March 13, 2014
Highlights include DISASTERTHON!!! and Appearance by Takashi Murakami
The Smithsonian’s Hirshhorn Museum and Sculpture Garden continues to provide some of the best in contemporary and repertory film with its spring screenings. Coordinated by curator Kelly Gordon, the series features a variety of exceptional, unusual and recently released works from around the world, and offers audiences the chance to hear from celebrated filmmakers, artists and scholars. All screenings are free and are held in the Hirshhorn’s Ring Auditorium. Seating is first-come, first-served.
Bigert & Bergström’s The Weather War (2012)
Thursday, March 27; 8 p.m.
The Weather War is a documentary/art film about man’s attempts to control the weather and harness it for his own purposes. In a blend of land art, performance and road movie, Swedish artist duo Bigert & Bergström travel to the U.S. tornado belt with their 100,000-volt machine-sculpture “The Tornado Stopper.” Their goal? Stop a tornado. Along the way, we see how the science of meteorology has developed in symbiosis with military aims and how these joint visions have evolved into modern ideas of geoengineering.
Presented in conjunction with the Environmental Film Festival in the Nation’s Capital.
Jeffrey Schwarz’s I Am Divine (2013)
Thursday, April 3; 8 p.m.
Real life was too small a stage, Harris Glenn Milstead too ordinary a name. So a shy Baltimore boy teamed up with John Waters and reinvented himself as Divine, the most notorious drag queen ever. With new interviews and archival footage, this documentary consults Waters, Elton John, Jayne Mansfield, Alan Thicke and Ricki Lake to shed light on a countercultural icon whose legend continues to have international impact.
Hic et Nunc: Here and Now—a survey of new video from Spain
Thursday, April 10; 8 p.m.
Cultural theorist Imma Prieto Carrillo discusses sociopolitical issues and activism, as reflected in recent works by twelve artists and artist collectives: Eugenio Ampudia, Daniel G. Andújar, Maria Cañas, Jordi Colomer, Jorge García, Chus García-Fraile, Marta de Gonzalo & Publio Pérez Prieto, Núria Güell, Mateo Maté, PSJM, Avelino Sala and Pelayo Varela. The works are subtitled in English and the discussion will be in English.
Presented in conjunction with SpainCULTURE/USA.
Saturday, April 26; noon to midnight
In celebration of the last weeks of “Damage Control: Art and Destruction Since 1950,” disaster epics will be featured throughout the day and evening, culminating in a crowdsourced favorite determined by SurveyMonkey polling. Watch the best (and sometimes worst) B-movies ever to dish up catastrophe on a cinematic scale. There will be a number of contests, with prizes awarded from the Ring stage. Take home top honors for the best homemade, disaster-inspired hat or the most artfully composed justification for a flick’s inclusion in the pantheon of disaster film. Marathoners who watch all six flicks will receive a special prize for endurance. This is one event where no one will tell you to put away your phone—join us as we live-tweet throughout the day. See hirshhorn.si.edu for more information.
Takashi Murakami’s Jellyfish Eyes [Mememe no kurage] (2013)
Thursday, May 22; 8 p.m.
Japanese Superflat auteur Takashi Murakami introduces and discusses his first live-action feature film. Jellyfish Eyes will embark on a nine-stop screening tour of art institutions and cultural venues across the United States. The film combines Murakamiʼs trademark anime-inspired visual aesthetic with broader themes of social change and self-empowerment. Blending computer-animated graphics and live-action cinematography, Jellyfish Eyes is a coming-of-age tale set in a post-Fukushima world, recalling Japanese monster films of the 1950s while embodying the promise of generational hope.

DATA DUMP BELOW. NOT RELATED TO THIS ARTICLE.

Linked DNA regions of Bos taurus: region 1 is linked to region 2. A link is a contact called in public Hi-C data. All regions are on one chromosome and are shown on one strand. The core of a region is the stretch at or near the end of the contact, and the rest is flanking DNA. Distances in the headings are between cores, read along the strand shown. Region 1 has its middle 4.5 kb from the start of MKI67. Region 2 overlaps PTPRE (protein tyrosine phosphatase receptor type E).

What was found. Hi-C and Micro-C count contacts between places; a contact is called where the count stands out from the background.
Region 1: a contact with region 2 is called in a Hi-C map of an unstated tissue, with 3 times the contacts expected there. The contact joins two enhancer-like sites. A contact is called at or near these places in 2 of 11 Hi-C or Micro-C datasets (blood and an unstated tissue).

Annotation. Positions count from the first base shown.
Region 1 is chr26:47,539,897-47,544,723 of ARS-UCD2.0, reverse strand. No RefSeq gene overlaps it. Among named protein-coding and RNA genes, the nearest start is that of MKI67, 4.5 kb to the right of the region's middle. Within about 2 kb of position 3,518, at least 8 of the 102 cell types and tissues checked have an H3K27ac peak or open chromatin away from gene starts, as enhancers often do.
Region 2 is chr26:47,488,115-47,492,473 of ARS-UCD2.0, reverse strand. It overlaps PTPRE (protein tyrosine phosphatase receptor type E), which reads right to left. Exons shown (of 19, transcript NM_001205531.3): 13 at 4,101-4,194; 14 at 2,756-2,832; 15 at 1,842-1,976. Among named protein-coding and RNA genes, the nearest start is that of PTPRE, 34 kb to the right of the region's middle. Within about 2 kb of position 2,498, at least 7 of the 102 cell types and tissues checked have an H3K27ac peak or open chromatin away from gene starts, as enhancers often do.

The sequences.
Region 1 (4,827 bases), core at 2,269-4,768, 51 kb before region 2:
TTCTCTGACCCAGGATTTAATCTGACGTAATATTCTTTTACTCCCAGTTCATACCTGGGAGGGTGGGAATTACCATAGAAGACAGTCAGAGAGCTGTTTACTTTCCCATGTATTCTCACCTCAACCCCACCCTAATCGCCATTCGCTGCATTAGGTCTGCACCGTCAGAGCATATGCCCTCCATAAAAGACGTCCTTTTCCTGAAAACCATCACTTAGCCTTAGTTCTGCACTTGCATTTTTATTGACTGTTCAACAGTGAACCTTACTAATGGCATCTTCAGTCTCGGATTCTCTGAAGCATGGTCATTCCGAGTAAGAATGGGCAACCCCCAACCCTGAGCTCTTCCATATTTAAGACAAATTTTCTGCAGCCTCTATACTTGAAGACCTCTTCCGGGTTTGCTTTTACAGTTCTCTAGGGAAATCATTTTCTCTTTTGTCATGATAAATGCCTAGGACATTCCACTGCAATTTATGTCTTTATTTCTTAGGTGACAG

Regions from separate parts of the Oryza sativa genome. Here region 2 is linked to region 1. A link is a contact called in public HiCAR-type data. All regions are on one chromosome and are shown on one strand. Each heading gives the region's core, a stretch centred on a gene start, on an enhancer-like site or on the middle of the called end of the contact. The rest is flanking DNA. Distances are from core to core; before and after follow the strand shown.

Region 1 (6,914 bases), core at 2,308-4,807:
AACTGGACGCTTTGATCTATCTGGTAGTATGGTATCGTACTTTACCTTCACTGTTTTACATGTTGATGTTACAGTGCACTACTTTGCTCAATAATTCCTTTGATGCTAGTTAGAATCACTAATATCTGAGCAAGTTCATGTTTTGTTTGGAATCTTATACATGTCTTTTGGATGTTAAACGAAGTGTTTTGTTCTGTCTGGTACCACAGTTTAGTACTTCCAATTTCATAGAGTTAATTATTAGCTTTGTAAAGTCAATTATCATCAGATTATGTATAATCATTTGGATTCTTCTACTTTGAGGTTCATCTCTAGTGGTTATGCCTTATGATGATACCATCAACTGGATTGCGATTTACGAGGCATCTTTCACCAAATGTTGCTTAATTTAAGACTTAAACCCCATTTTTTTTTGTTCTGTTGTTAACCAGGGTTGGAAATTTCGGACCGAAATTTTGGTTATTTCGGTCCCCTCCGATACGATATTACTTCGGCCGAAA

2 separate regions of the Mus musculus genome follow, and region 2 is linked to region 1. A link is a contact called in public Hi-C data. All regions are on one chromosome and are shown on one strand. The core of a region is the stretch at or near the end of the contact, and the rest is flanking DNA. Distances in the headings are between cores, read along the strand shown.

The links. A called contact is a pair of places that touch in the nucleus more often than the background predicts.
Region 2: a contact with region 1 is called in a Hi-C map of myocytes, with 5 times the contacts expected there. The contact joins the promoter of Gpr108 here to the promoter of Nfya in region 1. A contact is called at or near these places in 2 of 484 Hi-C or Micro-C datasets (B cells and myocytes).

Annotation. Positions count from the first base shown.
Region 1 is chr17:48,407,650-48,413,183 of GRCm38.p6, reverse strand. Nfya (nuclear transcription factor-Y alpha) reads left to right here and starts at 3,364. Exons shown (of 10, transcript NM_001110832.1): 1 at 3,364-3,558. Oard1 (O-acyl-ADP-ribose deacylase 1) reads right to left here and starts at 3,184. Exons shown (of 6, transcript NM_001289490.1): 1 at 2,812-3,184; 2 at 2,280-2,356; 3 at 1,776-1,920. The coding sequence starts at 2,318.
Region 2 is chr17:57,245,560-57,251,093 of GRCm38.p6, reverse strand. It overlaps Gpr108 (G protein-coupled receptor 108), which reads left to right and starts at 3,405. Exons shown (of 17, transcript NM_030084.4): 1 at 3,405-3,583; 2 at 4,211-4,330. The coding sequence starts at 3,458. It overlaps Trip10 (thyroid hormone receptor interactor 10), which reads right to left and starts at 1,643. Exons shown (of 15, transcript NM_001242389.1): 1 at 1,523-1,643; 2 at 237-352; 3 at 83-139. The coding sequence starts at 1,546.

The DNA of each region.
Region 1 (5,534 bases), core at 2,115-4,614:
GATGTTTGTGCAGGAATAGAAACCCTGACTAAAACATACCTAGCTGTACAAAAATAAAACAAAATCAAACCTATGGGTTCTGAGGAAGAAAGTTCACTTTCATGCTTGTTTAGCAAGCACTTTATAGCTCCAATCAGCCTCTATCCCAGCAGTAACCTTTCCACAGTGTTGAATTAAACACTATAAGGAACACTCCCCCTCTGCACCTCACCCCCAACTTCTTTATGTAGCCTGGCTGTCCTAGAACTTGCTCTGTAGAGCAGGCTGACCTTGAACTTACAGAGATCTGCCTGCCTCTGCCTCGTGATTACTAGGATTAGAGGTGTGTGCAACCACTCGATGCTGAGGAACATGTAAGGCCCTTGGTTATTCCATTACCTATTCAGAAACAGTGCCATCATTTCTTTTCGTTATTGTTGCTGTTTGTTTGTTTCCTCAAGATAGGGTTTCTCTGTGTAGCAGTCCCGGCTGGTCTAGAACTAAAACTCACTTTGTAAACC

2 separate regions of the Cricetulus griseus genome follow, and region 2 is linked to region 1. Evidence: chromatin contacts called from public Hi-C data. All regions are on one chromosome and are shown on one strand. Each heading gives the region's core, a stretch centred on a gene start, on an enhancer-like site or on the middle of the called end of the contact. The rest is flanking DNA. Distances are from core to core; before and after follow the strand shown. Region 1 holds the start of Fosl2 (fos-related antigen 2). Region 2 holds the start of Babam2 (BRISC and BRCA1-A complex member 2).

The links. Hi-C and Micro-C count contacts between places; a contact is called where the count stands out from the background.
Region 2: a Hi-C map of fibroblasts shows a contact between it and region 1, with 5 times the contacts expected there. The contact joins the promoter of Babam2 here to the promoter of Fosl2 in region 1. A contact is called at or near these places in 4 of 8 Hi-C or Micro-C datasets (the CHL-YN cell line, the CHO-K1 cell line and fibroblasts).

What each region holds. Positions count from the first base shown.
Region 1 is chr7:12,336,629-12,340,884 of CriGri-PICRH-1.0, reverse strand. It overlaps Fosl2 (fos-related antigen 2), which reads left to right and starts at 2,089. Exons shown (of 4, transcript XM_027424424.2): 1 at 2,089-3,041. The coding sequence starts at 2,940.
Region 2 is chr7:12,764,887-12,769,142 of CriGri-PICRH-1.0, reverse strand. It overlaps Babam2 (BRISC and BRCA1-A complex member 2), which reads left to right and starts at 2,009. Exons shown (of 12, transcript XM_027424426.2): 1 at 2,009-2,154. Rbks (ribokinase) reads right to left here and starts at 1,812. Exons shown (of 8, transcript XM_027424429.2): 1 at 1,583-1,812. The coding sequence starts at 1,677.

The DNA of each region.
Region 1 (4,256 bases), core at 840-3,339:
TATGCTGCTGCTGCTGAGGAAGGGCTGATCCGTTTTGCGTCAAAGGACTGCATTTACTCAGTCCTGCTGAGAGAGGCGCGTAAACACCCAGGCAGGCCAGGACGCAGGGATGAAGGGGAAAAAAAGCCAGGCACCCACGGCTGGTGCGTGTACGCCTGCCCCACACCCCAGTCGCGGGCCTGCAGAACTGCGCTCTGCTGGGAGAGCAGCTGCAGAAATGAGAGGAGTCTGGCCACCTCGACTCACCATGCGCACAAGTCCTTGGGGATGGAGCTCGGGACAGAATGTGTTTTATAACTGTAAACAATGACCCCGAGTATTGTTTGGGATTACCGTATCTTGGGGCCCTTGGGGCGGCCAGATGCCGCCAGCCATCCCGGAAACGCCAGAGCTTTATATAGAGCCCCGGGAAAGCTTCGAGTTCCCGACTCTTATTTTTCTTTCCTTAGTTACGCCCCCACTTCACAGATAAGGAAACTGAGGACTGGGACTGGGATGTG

Jellyfish Eyes tells the story of Masashi, a young boy who moves to a sleepy town in the Japanese countryside with his mother in the wake of a natural disaster. After returning home from his new elementary school one day, Masashi discovers a flying jellyfish-like creature whom he befriends and names Kurage-bo. Masashi soon discovers that all his classmates have similarly magical pets, known as F.R.I.E.N.D.s, which are controlled by electronic devices that the children use to battle one another. Despite their playful appearances, however, these F.R.I.E.N.D.s turn out to be part of a sinister plot that will threaten the entire town.
The Hirshhorn offers a range of interactive educational experiences designed to engage people of all interest levels in contemporary art; consult hirshhorn.si.edu for a complete schedule. Also available on the website is the museum’s archive of podcasts, which makes gallery walk-throughs and interviews with artists accessible internationally.
About the Hirshhorn
The Hirshhorn Museum and Sculpture Garden, the Smithsonian’s museum of international modern and contemporary art, has nearly 12,000 paintings, sculptures, photographs, mixed-media installations, works on paper and new media works in its collection. The Hirshhorn presents diverse exhibitions and offers an array of public programs that explore modern and contemporary art. Located at Independence Avenue and Seventh Street S.W., the museum is open daily from 10 a.m. to 5:30 p.m. (closed Dec. 25). Admission to the galleries and special programs is free. For more information about exhibitions and events, visit hirshhorn.si.edu. Follow the Hirshhorn on Facebook at facebook.com/hirshhorn, on Twitter at twitter.com/hirshhorn and on Tumblr at hirshhorn.tumblr.com. Or sign up for the museum’s eBlasts at hirshhorn.si.edu/collection/social-media. To request accessibility services, contact Kristy Maruca at email@example.com or (202) 633-2796, preferably two weeks in advance.
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